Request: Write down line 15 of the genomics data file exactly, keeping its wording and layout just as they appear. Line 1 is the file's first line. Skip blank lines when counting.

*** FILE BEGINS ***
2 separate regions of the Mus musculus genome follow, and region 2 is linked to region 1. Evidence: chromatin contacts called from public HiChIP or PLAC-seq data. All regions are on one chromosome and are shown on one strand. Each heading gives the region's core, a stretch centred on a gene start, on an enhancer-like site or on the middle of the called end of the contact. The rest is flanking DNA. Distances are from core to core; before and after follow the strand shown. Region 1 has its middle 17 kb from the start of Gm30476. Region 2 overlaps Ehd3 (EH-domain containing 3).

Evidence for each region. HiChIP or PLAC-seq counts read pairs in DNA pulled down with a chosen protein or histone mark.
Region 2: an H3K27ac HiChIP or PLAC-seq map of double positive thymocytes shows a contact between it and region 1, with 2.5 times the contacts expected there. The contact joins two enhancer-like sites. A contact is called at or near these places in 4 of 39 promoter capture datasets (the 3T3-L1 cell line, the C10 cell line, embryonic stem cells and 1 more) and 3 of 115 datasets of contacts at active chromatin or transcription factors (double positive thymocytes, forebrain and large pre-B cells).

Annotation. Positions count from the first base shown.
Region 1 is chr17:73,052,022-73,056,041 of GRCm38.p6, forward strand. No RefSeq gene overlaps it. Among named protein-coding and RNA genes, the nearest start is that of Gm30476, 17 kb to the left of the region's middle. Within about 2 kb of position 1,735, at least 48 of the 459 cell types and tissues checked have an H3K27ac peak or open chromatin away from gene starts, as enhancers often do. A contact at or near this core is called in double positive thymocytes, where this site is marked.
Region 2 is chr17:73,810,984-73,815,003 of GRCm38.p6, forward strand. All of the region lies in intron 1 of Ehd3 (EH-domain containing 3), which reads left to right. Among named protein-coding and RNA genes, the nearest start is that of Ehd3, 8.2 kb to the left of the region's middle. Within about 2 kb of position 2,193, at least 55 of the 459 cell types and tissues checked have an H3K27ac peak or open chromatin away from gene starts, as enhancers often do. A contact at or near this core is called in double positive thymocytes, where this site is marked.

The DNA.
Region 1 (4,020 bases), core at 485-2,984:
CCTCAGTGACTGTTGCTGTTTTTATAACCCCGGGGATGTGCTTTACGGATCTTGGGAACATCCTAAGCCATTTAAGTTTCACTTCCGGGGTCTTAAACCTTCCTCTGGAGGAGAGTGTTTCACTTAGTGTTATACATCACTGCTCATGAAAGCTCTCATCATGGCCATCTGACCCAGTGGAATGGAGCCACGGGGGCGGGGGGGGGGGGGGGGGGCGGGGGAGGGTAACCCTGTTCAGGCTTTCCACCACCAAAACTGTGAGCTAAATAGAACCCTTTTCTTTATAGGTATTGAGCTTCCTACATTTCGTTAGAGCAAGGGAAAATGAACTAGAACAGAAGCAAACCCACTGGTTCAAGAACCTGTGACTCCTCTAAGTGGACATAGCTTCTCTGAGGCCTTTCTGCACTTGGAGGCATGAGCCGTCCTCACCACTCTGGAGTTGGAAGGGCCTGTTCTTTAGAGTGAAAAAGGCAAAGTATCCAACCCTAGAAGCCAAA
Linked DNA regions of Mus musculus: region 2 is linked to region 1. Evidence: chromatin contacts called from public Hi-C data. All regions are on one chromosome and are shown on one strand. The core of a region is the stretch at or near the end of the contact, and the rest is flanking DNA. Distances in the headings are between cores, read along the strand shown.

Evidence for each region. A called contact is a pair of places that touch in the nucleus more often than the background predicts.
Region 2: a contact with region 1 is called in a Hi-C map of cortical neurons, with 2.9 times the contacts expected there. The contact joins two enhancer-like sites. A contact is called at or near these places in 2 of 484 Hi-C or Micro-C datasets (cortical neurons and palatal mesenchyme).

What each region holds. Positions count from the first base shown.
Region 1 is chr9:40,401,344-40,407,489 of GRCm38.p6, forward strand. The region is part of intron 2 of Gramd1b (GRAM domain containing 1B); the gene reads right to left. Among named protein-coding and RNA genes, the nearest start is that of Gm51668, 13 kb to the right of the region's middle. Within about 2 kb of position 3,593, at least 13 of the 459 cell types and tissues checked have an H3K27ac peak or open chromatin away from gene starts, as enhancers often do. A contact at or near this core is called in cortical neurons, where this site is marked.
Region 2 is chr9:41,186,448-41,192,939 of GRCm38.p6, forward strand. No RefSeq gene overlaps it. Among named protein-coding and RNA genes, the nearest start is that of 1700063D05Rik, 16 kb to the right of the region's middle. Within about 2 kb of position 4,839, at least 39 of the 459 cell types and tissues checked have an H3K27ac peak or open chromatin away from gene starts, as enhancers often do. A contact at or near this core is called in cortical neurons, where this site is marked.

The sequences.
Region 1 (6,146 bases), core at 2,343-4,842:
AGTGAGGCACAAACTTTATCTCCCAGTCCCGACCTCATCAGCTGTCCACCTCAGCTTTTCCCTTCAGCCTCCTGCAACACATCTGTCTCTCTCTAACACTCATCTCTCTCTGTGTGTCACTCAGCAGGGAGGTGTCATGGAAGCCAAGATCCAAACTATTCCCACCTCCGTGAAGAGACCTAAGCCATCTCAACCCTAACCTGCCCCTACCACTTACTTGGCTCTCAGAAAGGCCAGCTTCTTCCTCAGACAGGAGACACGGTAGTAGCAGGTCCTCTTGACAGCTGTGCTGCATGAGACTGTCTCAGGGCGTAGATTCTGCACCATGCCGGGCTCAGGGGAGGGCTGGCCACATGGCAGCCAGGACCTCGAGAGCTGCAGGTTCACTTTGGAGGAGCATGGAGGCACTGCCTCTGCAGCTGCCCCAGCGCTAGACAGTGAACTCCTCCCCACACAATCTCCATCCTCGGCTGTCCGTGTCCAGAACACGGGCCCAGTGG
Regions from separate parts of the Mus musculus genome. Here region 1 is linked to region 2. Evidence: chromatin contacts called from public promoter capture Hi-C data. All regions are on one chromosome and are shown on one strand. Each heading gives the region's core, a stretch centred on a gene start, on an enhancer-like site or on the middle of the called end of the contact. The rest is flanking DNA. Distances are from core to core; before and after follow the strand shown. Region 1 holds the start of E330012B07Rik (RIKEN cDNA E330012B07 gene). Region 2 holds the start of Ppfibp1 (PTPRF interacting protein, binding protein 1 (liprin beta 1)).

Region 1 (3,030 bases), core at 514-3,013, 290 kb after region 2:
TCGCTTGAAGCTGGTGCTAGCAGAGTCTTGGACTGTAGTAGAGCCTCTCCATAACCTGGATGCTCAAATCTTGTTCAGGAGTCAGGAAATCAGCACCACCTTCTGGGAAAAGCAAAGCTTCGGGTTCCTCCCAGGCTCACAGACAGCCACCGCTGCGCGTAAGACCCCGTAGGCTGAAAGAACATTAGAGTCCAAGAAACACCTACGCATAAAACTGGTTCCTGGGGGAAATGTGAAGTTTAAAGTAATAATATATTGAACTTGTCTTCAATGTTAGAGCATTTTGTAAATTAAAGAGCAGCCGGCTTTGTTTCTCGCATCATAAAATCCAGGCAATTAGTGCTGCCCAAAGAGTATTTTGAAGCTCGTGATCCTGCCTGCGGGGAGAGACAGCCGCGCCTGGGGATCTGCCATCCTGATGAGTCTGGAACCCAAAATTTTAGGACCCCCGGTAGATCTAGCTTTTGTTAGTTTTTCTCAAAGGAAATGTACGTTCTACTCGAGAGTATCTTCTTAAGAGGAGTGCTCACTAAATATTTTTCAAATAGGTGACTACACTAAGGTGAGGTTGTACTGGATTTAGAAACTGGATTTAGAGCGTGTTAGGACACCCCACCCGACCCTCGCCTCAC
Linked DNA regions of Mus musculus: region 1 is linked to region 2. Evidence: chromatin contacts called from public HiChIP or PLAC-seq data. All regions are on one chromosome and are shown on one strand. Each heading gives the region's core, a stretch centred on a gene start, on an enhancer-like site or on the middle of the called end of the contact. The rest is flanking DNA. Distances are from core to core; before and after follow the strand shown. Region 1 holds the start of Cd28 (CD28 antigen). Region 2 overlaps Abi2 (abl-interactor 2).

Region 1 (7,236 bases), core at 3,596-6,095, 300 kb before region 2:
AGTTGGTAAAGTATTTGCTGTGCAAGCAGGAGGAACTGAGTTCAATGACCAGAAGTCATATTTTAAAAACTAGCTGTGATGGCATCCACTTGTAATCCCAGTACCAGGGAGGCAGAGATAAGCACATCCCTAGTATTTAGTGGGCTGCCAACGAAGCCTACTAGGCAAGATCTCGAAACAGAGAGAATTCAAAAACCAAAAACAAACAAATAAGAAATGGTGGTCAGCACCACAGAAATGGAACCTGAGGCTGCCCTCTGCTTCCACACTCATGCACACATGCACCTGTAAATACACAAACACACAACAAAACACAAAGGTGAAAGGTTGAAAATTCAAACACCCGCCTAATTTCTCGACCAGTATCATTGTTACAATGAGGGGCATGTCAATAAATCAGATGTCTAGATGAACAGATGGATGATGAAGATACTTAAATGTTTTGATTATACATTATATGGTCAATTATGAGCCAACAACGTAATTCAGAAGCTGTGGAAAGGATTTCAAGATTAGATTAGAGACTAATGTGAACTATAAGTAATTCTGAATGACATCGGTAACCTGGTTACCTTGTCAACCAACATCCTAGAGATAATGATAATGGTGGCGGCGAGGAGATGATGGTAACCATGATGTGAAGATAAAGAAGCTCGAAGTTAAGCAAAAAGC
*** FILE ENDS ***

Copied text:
Region 2 is chr9:41,186,448-41,192,939 of GRCm38.p6, forward strand. No RefSeq gene overlaps it. Among named protein-coding and RNA genes, the nearest start is that of 1700063D05Rik, 16 kb to the right of the region's middle. Within about 2 kb of position 4,839, at least 39 of the 459 cell types and tissues checked have an H3K27ac peak or open chromatin away from gene starts, as enhancers often do. A contact at or near this core is called in cortical neurons, where this site is marked.